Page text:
Scientists Generate “Mini-kidney” Structures from Human Stem Cells


Kidney Disease represents a major and unsolved health issue worldwide. Once damaged by disease, kidneys rarely recover their original level of function, and this highlights the urgent need for better knowledge of kidney development and physiology.

Now, a team of researchers led by scientists at the Salk Institute for Biological Studies has developed a novel platform to study kidney diseases. This new platform should open new avenues for the future application of regenerative medical strategies to restore kidney function.

For the first time, the Salk researchers have generated three-dimensional kidney structures from human stem cells. These findings were reported November 17, 2013 in Nature Cell Biology, and they suggest new ways to study the development and diseases of the kidneys and to discover and test new drugs that target human kidney cells.

Scientists had created precursors of kidney cells using stem cells as recently as this past summer, but the Salk team was the first to coax human stem cells into forming three-dimensional cellular structures similar to those found in our kidneys.

“Attempts to differentiate human stem cells into renal cells have had limited success,” says senior study author Juan Carlos Izpisua Belmonte, a professor in Salk’s Gene Expression Laboratory and holder of the Roger Guillemin Chair. “We have developed a simple and efficient method that allows for the differentiation of human stem cells into well-organized 3D structures of the ureteric bud (UB), which later develops into the collecting duct system.”

The Salk findings demonstrate for the first time that pluripotent stem cells capable of differentiating into the many cells and tissue types that make up the body can be induced to differentiate into those cells found in the ureteric bud, which is an early developmental structure of the kidneys. Furthermore, these same cells can differentiate further into three-dimensional structures in organ cultures. Ureteric bud cells form the early stages of the human urinary and reproductive organs during development and later develop into a conduit for urine drainage from the kidneys. Izpisua Belmonte’s research group accomplished this with both human embryonic stem cells and induced pluripotent stem cells (iPSCs), human cells from the skin that have been reprogrammed into their pluripotent state.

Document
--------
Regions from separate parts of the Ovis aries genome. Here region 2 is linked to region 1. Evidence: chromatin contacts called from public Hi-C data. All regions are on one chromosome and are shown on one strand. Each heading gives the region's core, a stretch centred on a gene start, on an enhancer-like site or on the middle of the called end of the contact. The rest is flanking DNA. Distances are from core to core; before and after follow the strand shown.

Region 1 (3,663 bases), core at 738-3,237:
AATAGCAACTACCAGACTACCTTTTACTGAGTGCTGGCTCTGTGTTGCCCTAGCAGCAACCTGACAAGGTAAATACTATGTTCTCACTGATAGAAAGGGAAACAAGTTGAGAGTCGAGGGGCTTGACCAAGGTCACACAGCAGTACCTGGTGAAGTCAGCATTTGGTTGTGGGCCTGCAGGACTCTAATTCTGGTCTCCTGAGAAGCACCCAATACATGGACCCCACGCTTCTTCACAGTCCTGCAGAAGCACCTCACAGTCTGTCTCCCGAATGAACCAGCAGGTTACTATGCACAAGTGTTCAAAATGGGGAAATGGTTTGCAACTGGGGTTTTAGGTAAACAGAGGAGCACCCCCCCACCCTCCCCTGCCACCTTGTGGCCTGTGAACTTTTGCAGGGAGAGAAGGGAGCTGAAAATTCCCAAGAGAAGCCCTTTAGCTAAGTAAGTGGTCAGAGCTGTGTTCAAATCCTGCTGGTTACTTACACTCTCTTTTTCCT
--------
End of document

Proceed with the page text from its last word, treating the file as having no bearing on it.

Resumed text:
Kidney development

After generating iPSCs that demonstrated pluripotent properties and were able to differentiate into mesoderm, the embryonic germ cell layer from which the kidneys develop, the Salk Institute team used growth factors known to be essential during the natural development of our kidneys to culture both iPSCs and embryonic stem cells.  The combination of signals from these growth factors, molecules that guide the differentiation of stem cells into specific tissues, committed the cells to become progenitors that exhibit clear characteristics of renal cells in only four days.

The researchers then guided these cells to further differentiate into organ structures similar to those found in the ureteric bud by culturing them with kidney cells from mice. This demonstrated that the mouse cells were able to provide the appropriate developmental cues to allow human stem cells to form three-dimensional structures of the kidney.

Izpisua Belmonte’s team also tested their protocol on iPSCs from a patient clinically diagnosed with polycystic kidney disease (PKD), a genetic disorder characterized by multiple, fluid-filled cysts that can lead to decreased kidney function and kidney failure. They found that their methodology could produce kidney structures from patient-derived iPSCs.

Polycystic kidneys
Polycystic kidneys

Because of the many clinical manifestations of the disease, neither gene- nor antibody-based therapies are realistic approaches for treating PKD. The Salk team’s technique might help circumvent this obstacle and provide a reliable platform for pharmaceutical companies and other investigators studying drug-based therapeutics for PKD and other kidney diseases.

“Our differentiation strategies represent the cornerstone of disease modeling and drug discovery studies,” says lead study author Ignacio Sancho-Martinez, a research associate in Izpisua Belmonte’s laboratory. “Our observations will help guide future studies on the precise cellular implications that PKD might play in the context of kidney development.”

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Published by

mburatov

Professor of Biochemistry at Spring Arbor University (SAU) in Spring Arbor, MI. Have been at SAU since 1999. Author of The Stem Cell Epistles. Before that I was a postdoctoral research fellow at the University of Pennsylvania in Philadelphia, PA (1997-1999), and Sussex University, Falmer, UK (1994-1997). I studied Cell and Developmental Biology at UC Irvine (PhD 1994), and Microbiology at UC Davis (MA 1986, BS 1984).